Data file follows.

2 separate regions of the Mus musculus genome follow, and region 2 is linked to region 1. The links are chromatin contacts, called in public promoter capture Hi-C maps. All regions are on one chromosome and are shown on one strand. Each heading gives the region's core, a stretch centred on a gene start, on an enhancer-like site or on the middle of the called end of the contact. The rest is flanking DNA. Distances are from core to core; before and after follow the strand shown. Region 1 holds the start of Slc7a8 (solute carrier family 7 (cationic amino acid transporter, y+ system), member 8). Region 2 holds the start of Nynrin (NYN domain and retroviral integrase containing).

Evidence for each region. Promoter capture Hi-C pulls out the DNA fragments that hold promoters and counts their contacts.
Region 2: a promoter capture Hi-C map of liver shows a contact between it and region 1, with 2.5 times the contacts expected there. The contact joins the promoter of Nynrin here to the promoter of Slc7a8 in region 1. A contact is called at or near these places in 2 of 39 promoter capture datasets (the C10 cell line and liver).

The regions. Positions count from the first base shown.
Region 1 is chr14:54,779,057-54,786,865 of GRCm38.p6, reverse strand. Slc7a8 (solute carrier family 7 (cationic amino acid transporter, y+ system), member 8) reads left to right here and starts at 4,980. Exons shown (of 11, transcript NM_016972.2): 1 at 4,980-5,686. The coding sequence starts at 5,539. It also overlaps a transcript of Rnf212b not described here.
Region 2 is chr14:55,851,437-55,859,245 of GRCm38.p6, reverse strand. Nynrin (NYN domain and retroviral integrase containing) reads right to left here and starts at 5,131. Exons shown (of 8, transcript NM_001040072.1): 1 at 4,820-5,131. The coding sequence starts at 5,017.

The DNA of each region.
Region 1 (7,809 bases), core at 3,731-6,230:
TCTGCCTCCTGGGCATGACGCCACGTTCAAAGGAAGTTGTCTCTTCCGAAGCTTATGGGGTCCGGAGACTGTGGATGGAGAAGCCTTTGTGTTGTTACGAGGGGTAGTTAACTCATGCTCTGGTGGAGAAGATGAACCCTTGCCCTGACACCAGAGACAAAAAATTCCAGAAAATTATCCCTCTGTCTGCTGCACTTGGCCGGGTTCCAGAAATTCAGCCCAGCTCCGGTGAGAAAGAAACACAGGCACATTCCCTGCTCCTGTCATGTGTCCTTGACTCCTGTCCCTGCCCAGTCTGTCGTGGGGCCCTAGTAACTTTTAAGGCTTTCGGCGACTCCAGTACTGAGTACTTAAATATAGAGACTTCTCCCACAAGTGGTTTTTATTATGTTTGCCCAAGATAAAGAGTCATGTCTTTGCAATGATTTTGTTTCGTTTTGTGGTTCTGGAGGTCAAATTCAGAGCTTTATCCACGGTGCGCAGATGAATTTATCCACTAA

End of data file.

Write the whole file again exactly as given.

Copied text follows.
2 separate regions of the Mus musculus genome follow, and region 2 is linked to region 1. The links are chromatin contacts, called in public promoter capture Hi-C maps. All regions are on one chromosome and are shown on one strand. Each heading gives the region's core, a stretch centred on a gene start, on an enhancer-like site or on the middle of the called end of the contact. The rest is flanking DNA. Distances are from core to core; before and after follow the strand shown. Region 1 holds the start of Slc7a8 (solute carrier family 7 (cationic amino acid transporter, y+ system), member 8). Region 2 holds the start of Nynrin (NYN domain and retroviral integrase containing).

Evidence for each region. Promoter capture Hi-C pulls out the DNA fragments that hold promoters and counts their contacts.
Region 2: a promoter capture Hi-C map of liver shows a contact between it and region 1, with 2.5 times the contacts expected there. The contact joins the promoter of Nynrin here to the promoter of Slc7a8 in region 1. A contact is called at or near these places in 2 of 39 promoter capture datasets (the C10 cell line and liver).

The regions. Positions count from the first base shown.
Region 1 is chr14:54,779,057-54,786,865 of GRCm38.p6, reverse strand. Slc7a8 (solute carrier family 7 (cationic amino acid transporter, y+ system), member 8) reads left to right here and starts at 4,980. Exons shown (of 11, transcript NM_016972.2): 1 at 4,980-5,686. The coding sequence starts at 5,539. It also overlaps a transcript of Rnf212b not described here.
Region 2 is chr14:55,851,437-55,859,245 of GRCm38.p6, reverse strand. Nynrin (NYN domain and retroviral integrase containing) reads right to left here and starts at 5,131. Exons shown (of 8, transcript NM_001040072.1): 1 at 4,820-5,131. The coding sequence starts at 5,017.

The DNA of each region.
Region 1 (7,809 bases), core at 3,731-6,230:
TCTGCCTCCTGGGCATGACGCCACGTTCAAAGGAAGTTGTCTCTTCCGAAGCTTATGGGGTCCGGAGACTGTGGATGGAGAAGCCTTTGTGTTGTTACGAGGGGTAGTTAACTCATGCTCTGGTGGAGAAGATGAACCCTTGCCCTGACACCAGAGACAAAAAATTCCAGAAAATTATCCCTCTGTCTGCTGCACTTGGCCGGGTTCCAGAAATTCAGCCCAGCTCCGGTGAGAAAGAAACACAGGCACATTCCCTGCTCCTGTCATGTGTCCTTGACTCCTGTCCCTGCCCAGTCTGTCGTGGGGCCCTAGTAACTTTTAAGGCTTTCGGCGACTCCAGTACTGAGTACTTAAATATAGAGACTTCTCCCACAAGTGGTTTTTATTATGTTTGCCCAAGATAAAGAGTCATGTCTTTGCAATGATTTTGTTTCGTTTTGTGGTTCTGGAGGTCAAATTCAGAGCTTTATCCACGGTGCGCAGATGAATTTATCCACTAA